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Population genetic structure of three pond-inhabiting Daphnia species on a regional scale (Flanders, Belgium)

MPG-Autoren
http://pubman.mpdl.mpg.de/cone/persons/resource/persons56851

Ortells,  Raquel
Department Ecophysiology, Max Planck Institute for Limnology, Max Planck Institute for Evolutionary Biology, Max Planck Society;

http://pubman.mpdl.mpg.de/cone/persons/resource/persons56642

De Meester,  Luc
Department Ecophysiology, Max Planck Institute for Limnology, Max Planck Institute for Evolutionary Biology, Max Planck Society;

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Zitation

Michels, E., Audenaert, E., Ortells, R., & De Meester, L. (2003). Population genetic structure of three pond-inhabiting Daphnia species on a regional scale (Flanders, Belgium). Freshwater Biology, 48, 1825-1839.


Zitierlink: http://hdl.handle.net/11858/00-001M-0000-000F-DC4B-3
Zusammenfassung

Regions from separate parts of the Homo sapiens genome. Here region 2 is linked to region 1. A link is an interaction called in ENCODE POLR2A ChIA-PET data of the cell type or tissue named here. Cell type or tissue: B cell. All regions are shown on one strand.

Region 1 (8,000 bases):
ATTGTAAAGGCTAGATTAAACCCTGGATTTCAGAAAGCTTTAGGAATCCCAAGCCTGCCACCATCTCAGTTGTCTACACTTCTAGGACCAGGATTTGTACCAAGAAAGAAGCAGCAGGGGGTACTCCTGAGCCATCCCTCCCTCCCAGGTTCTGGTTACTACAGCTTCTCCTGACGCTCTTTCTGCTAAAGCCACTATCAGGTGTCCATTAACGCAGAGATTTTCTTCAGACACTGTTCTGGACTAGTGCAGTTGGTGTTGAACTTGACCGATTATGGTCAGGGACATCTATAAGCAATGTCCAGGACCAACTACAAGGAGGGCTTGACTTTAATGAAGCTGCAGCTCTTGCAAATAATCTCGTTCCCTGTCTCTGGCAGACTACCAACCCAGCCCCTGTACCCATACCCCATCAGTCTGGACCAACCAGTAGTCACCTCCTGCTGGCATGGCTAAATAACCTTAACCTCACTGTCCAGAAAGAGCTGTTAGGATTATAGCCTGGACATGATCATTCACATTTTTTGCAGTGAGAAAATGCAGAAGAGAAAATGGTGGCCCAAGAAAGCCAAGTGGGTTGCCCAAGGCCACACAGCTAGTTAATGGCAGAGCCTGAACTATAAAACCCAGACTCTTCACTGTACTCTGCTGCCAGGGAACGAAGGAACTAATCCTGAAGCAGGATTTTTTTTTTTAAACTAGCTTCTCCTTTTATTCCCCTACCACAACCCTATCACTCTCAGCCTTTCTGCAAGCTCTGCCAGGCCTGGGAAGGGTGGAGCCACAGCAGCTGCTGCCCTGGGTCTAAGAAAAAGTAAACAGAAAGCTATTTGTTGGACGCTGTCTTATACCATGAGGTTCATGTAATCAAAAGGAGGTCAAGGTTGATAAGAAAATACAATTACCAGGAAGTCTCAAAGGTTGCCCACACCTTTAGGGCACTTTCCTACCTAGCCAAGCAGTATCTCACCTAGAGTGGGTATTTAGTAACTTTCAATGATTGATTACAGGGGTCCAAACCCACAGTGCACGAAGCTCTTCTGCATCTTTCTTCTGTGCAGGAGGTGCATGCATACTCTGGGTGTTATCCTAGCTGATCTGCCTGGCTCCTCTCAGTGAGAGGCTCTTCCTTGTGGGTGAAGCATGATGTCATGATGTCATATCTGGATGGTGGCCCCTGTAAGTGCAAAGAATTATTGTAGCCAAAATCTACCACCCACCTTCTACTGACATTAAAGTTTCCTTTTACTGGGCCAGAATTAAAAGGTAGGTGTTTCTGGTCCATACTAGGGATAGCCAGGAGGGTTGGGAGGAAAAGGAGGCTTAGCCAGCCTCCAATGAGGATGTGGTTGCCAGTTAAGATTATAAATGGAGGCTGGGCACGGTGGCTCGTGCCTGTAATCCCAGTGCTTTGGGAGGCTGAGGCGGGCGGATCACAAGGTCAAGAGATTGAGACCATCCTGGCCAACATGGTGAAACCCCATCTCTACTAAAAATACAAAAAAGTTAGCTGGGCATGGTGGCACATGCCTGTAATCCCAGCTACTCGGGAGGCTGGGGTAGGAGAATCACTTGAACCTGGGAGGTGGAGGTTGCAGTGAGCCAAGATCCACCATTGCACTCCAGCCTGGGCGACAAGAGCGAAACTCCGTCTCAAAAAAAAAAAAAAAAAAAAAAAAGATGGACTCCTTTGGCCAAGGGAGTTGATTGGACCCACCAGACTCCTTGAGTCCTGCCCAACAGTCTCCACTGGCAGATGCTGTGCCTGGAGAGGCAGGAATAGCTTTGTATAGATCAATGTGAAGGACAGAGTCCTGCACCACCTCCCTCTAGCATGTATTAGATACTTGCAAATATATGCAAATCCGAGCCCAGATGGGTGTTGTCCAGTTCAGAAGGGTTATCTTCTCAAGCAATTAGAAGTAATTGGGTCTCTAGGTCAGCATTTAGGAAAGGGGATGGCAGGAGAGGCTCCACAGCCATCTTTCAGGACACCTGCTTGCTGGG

1. Only a few studies have compared patterns of genetic variation among populations of different Daphnia species on a regional scale. The present study addresses this gap and examines the relationship between diversity as revealed by allozyme variation and habitat size for populations of Daphnia pulex, D. obtusa and D. curvirostris in Flanders ( Belgium). In addition, we examined whether patterns of isolation-by-distance could be observed in each of these three Daphnia species. 2. The relationship between genetic diversity and habitat size varied among Daphnia species that occur in the same region. In D. pulex and D. obtusa populations, a positive relationship between local genetic diversity and habitat size was found, whereas the relationship was negative in D. curvirostris populations. 3. Regional genetic diversity was lower than expected from patterns of local genetic diversity in D. pulex and D. obtusa populations in Flanders. This suggests that the subdivision of local Daphnia populations in a region did not obviously increase genetic diversity. 4. Genetic differentiation among populations of these three species in Flanders was moderate and comparable with values observed in other Daphnia species. Patterns of isolation-by-distance could be observed, but the scatter was high ( D. pulex) or the slope was very low (D. obtusa).